Looking closely at the schematic you will have noticed pushbutton S1 connected to Arduino pin 2 (PD2). This button controls the “octaver” function well known to (bass) guitar players. Pushing it repeatedly will cycle the frequency divider through the values 1, 2, 4 and 8 resulting in an output signal with either the same frequency as the input signal or one, two or three octaves below it.

Over to you

Now that we have taken you to the bridge (in James Brown speak) it is up to you to continue. Use the output signal as is or add some processing to it? Change the frequency table, or use the pushbutton for something else?

Adding a MIDI output is another avenue to explore. This is easy enough as the serial port has been left free, and all you have to do is add a table that maps the musical note index to a MIDI key code and generate the appropriate key on and key off messages.
A more difficult exercise is improving the frequency detection when the input signal is more complex than a simple sine-like whistle. At the other hand, the imperfect frequency detection adds an interesting random improvising touch to the system.

Retronics: the LM3900 Norton amplifier

Since we copy-pasted the input stage from a 40-year-old circuit, it uses a part that is less common today — yet easily found —, the LM3900. We could copy this circuit verbatim because it is a single-supply design, which was pretty rare for opamp circuits from that period. Its single-supply capability is actually one of the main reasons of being of this IC. We could have replaced the LM3900 by a modern single-supply design, but now we have the opportunity to highlight one of the all-time opamp classics dating back to the early seventies and that is still being produced today.

The LM3900 is called a Norton amplifier — named after Norton’s theorem — because it amplifies the difference between the currents flowing into its inputs. The opamps that we usually encounter amplify the voltage difference on their inputs. Because the LM3900 has voltage outputs, resistors are necessary to convert the output voltage to input currents. The ratio of the resistor between the positive input and ground (R3 & R6 in figure 1) and the feedback resistor (R4, R7) set the DC output level. Because of its special design it will be clear that it is not possible to replace the LM3900 by “just another opamp”, not in this circuit and probably not in any other circuit based on it.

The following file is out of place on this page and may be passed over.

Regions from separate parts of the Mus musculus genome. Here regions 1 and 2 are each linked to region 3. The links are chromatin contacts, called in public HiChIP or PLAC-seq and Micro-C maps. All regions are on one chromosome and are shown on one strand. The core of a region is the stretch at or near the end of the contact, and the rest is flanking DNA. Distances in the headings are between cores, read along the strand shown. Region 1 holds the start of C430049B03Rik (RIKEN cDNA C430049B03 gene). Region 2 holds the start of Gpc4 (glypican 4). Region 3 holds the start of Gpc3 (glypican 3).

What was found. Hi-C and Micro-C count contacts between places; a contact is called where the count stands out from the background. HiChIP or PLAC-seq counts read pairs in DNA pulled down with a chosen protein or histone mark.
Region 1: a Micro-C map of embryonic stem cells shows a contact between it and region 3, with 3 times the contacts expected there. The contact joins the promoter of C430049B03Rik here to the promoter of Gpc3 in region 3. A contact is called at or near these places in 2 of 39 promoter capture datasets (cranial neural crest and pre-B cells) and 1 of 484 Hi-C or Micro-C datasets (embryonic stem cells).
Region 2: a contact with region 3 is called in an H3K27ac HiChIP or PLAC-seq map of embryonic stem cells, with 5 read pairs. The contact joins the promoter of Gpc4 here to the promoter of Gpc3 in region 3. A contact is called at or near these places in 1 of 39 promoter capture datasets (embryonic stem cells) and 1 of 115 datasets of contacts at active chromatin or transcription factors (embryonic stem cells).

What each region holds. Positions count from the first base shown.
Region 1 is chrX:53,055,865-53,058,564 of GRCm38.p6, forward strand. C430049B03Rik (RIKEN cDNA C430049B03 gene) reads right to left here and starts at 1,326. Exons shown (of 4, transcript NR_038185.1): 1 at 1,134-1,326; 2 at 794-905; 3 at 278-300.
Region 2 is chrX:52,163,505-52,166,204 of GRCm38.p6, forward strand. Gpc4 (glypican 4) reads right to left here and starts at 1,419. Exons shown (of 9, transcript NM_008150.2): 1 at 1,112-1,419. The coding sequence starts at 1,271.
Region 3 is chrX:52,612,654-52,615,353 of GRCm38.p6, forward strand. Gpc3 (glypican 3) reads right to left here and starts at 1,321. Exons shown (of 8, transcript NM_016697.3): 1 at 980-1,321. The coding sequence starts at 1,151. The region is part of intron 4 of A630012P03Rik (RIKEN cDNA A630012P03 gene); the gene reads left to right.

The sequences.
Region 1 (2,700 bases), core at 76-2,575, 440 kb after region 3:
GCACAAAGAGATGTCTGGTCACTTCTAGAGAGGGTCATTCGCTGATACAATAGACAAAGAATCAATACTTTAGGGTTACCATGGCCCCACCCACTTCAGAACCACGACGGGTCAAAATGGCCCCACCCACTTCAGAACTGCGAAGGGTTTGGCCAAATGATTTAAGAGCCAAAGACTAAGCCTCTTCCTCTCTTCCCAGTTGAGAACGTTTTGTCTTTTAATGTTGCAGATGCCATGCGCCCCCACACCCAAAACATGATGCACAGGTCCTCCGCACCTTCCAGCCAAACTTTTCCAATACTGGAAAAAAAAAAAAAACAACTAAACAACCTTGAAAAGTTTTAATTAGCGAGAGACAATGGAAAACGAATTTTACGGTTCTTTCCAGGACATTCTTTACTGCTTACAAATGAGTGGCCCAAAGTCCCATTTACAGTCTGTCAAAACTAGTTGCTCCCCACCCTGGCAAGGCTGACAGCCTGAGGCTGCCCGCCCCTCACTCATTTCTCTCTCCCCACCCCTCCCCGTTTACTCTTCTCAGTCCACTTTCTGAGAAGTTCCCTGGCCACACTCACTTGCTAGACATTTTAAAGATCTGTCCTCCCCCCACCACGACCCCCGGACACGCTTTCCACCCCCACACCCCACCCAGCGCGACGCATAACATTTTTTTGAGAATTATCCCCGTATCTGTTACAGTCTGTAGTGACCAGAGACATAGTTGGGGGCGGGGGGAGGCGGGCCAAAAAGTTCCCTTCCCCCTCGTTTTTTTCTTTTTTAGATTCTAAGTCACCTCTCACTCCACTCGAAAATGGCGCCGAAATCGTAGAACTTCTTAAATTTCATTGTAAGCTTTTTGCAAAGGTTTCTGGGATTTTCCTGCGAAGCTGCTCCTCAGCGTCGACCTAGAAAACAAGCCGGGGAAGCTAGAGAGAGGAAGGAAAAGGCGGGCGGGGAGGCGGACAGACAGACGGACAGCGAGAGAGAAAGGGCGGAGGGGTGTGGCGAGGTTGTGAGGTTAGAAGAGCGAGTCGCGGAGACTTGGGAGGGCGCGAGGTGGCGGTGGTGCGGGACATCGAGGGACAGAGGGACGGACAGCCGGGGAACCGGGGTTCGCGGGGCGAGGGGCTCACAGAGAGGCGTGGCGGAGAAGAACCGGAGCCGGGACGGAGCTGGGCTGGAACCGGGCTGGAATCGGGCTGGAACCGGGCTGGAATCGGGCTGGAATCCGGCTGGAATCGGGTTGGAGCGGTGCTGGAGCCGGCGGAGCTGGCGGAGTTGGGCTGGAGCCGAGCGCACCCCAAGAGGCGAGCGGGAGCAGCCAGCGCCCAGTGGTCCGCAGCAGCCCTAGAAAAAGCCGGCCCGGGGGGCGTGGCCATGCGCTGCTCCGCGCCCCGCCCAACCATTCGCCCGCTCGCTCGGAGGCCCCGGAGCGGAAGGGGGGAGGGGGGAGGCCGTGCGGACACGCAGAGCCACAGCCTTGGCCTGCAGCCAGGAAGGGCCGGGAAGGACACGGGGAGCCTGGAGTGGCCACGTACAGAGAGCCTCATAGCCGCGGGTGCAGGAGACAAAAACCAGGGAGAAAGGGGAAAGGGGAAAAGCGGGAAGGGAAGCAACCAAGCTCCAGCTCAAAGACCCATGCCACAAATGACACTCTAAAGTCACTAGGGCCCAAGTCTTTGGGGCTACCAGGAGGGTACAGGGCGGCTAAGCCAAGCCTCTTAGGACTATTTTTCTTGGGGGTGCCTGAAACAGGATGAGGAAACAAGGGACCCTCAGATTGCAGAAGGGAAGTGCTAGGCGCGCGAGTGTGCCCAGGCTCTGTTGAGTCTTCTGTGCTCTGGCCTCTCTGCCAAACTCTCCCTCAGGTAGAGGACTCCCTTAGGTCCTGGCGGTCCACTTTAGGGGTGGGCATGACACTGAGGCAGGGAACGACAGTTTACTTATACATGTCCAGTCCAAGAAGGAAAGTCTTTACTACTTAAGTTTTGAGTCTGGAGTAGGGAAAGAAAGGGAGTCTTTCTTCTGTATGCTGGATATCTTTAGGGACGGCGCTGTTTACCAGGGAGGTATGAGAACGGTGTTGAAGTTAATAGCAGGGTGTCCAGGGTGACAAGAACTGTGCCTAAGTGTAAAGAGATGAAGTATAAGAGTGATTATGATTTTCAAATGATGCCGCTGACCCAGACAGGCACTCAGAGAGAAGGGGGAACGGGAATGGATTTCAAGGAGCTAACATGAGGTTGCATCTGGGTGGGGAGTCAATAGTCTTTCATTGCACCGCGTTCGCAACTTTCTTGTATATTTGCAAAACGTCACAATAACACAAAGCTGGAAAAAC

Application note AN-72 from Texas Instruments entitled ‘The LM3900: A New Current-Differencing Quad of Plus or Minus Input Amplifiers’ explains this device in detail. The LM359 is a high-speed version of (half of) the LM3900.

Component List

Resistors (0.25W, 5%)

R1,R9,R12,R13 = 10kΩ
R2 = 100kΩ
R3,R4,R6 = 5.6MΩ
R5 = 4.7kΩ
R7 = 3.3MΩ
R8 = 27kΩ
R10 = 2kΩ (or 2.2 kΩ)
R11 = 1kΩ
P1 = 47kΩ trimpot


C1,C6,C7 = 100nF, 5mm pitch
C2 = 10pF, 2.5mm pitch
C3 = 100pF, 2.5mm pitch
C4 = 15pF, 2.5mm pitch
C5 = 100µF, 50V, 2mm pitch


IC1 = LM3900
IC2 = LM393


K1,K4 = 8-pin pin header, 0.1” pitch
K2 = 10-pin pin header, 0.1” pitch
K3 = 6-pin pin header, 0.1” pitch
K5 = 2-way terminal block, 3.5mm pitch
K6 = 3.5 mm stereo jack socket, PCB mount
DIP-14 IC socket for IC1 (optional)
DIP-8 IC socket for IC2 (optional)
Elektor PCB # 130330-1